From the award-winning author of Waiting and War Trash: an urgent, timely novel that follows an aspiring author, an outrageous book idea, and a lone journalist’s dogged quest for truth in the Internet age.
New York, 2005. Chinese expatriate Feng Danlin is a fiercely principled reporter at a small news agency that produces a website read by the Chinese diaspora around the world. Danlin’s explosive exposés have made him legendary among readers—and feared by Communist officials. But his newest assignment may be his undoing: investigating his ex-wife, Yan Haili, an unscrupulous novelist who has willingly become a pawn of the Chinese government in order to realize her dreams of literary stardom.
Haili’s scheme infuriates Danlin both morally and personally—he will do whatever it takes to expose her as a fraud. But in outing Haili, he is also provoking her powerful political allies, and he will need to draw on all of his journalistic cunning to emerge from this investigation with his career—and his life—still intact. A brilliant, darkly funny story of corruption, integrity, and the power of the pen, The Boat Rocker is a tour de force of modern fiction.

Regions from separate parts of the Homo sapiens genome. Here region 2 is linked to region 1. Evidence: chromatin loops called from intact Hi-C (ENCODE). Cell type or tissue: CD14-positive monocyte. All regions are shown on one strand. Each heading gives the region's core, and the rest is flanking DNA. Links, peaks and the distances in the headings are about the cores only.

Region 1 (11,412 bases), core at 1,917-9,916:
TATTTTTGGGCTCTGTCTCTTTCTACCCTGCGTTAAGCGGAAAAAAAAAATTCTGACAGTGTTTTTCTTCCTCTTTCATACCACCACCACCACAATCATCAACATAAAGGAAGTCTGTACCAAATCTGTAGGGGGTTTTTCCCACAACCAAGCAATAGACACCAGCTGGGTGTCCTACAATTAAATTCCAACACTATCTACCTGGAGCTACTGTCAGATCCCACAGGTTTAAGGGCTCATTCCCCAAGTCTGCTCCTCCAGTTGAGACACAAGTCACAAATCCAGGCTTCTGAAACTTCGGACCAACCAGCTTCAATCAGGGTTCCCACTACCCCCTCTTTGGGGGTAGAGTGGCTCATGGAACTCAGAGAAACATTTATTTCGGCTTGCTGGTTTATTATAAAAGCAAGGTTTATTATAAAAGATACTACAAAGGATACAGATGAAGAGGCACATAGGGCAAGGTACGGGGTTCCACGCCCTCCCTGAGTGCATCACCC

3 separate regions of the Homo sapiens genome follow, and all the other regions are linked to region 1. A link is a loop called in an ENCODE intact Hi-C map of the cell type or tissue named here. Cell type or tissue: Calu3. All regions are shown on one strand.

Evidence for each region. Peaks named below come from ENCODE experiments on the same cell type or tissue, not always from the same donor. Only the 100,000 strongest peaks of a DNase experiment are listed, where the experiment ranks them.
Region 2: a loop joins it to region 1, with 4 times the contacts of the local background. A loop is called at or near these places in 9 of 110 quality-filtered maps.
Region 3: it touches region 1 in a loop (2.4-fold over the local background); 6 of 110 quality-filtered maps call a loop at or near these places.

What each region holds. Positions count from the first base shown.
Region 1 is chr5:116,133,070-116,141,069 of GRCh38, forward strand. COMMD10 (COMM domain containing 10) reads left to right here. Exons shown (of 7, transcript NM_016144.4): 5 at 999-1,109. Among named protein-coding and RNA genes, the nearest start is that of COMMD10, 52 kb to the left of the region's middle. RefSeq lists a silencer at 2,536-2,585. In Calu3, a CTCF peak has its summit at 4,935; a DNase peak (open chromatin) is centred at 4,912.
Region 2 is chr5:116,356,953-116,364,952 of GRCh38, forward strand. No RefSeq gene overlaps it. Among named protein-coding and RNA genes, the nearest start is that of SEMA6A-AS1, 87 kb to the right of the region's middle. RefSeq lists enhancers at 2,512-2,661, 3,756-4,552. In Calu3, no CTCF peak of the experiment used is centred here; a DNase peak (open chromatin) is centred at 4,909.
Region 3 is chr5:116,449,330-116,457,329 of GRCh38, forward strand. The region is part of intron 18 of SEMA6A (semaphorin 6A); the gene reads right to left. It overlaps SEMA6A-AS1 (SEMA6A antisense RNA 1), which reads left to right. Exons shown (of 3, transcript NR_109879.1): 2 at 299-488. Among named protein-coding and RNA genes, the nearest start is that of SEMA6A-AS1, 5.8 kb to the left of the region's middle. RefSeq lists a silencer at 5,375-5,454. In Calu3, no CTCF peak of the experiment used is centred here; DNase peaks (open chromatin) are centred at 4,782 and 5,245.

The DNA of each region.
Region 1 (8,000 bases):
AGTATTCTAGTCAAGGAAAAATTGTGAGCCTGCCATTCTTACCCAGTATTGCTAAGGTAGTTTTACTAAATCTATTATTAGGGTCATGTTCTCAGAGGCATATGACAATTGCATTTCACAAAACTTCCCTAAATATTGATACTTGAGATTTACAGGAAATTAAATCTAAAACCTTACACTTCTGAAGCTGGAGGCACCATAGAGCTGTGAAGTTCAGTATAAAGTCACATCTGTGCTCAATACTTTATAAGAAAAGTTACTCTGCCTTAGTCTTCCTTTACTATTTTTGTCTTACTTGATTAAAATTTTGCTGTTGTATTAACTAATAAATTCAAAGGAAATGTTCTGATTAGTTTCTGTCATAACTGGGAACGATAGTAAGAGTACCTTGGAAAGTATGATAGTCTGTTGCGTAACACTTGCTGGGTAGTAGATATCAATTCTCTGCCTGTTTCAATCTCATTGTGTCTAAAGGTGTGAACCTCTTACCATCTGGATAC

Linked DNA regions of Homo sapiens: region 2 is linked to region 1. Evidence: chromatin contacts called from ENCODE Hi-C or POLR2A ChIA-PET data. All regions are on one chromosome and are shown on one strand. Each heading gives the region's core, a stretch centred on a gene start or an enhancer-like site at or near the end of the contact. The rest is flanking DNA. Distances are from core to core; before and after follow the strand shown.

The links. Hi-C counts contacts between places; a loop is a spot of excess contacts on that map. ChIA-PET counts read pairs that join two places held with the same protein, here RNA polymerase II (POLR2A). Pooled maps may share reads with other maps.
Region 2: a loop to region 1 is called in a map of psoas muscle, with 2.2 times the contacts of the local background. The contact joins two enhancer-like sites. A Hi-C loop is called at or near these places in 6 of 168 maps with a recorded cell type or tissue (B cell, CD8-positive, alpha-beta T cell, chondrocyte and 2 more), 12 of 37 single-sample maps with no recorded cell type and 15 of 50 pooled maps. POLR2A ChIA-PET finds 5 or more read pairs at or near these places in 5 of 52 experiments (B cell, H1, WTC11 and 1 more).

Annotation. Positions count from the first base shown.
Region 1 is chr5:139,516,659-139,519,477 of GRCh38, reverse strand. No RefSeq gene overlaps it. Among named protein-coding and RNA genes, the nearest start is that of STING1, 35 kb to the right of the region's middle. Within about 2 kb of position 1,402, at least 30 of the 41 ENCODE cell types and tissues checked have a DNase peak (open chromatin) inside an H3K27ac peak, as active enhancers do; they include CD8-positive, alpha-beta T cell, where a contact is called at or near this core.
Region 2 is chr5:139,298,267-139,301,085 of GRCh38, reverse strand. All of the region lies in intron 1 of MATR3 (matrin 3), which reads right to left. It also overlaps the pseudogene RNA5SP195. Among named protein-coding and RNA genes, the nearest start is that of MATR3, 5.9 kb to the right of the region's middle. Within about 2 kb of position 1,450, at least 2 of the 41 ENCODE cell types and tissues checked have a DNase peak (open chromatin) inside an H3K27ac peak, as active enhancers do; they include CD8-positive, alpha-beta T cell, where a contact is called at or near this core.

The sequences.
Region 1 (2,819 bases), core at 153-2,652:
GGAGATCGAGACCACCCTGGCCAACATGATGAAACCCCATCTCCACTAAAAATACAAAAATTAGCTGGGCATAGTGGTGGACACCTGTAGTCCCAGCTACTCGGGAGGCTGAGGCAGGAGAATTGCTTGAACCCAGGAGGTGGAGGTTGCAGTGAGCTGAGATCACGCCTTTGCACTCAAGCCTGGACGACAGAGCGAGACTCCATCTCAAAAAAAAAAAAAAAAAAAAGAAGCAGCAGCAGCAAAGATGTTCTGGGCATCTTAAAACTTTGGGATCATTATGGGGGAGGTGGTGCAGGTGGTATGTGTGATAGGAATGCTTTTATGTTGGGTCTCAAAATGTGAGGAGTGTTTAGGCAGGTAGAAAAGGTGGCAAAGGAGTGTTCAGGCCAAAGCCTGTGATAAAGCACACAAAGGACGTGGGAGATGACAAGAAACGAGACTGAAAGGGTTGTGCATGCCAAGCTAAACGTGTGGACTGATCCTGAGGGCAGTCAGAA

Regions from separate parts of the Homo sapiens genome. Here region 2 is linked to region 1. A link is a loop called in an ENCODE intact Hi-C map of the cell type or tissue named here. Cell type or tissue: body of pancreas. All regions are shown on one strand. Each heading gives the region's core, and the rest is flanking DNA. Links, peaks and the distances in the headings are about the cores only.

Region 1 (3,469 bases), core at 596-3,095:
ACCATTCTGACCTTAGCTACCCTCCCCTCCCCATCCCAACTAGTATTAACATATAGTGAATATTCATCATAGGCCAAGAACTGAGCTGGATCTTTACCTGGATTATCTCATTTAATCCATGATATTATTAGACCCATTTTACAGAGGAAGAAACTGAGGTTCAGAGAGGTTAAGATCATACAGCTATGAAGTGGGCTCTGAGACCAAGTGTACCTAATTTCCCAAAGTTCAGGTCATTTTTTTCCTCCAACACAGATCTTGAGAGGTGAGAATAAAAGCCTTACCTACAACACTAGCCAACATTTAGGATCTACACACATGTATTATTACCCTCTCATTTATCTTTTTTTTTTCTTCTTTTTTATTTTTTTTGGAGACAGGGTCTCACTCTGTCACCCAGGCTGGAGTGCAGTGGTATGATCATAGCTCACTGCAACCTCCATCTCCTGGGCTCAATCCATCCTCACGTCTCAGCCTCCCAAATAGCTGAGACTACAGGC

In his latest novel, Ha Jin (Waiting) takes aim at exploitative novels and international relations as he tells the story of Feng Danlin, a Chinese expatriate journalist living in New York and working for an independent, and influential, Chinese news agency. The year is 2005, and when word comes in that Danlin's ex-wife, Yan Haili, has written a novel touted by the Chinese government as an instant worldwide bestseller, he pens several expos s concerning the book, challenging everything from the novel's lackluster style and use of a 9/11 backdrop to Haili's claims that she has signed a million-dollar-plus deal to adapt her tale into a Hollywood film. It isn't long before Danlin's articles gain traction and are reprinted throughout China. He finds himself celebrated by readers, but also the target of a series of verbal and written attacks by Haili and her entourage, and his boat rocking leaves many wondering if, by exposing Haili as a liar and the Chinese government as nefarious, Danlin may also be damaging potential Chinese/American interactions. Ha Jin stretches Danlin's initial missives, though amusing, nearly to the point of repetitive exhaustion, yet as the novel shifts focus from small squabbles to a more worldly narrative dissecting homeland loyalty and international relationships, it gains momentum. Ha Jin's prose is always pleasurable to read.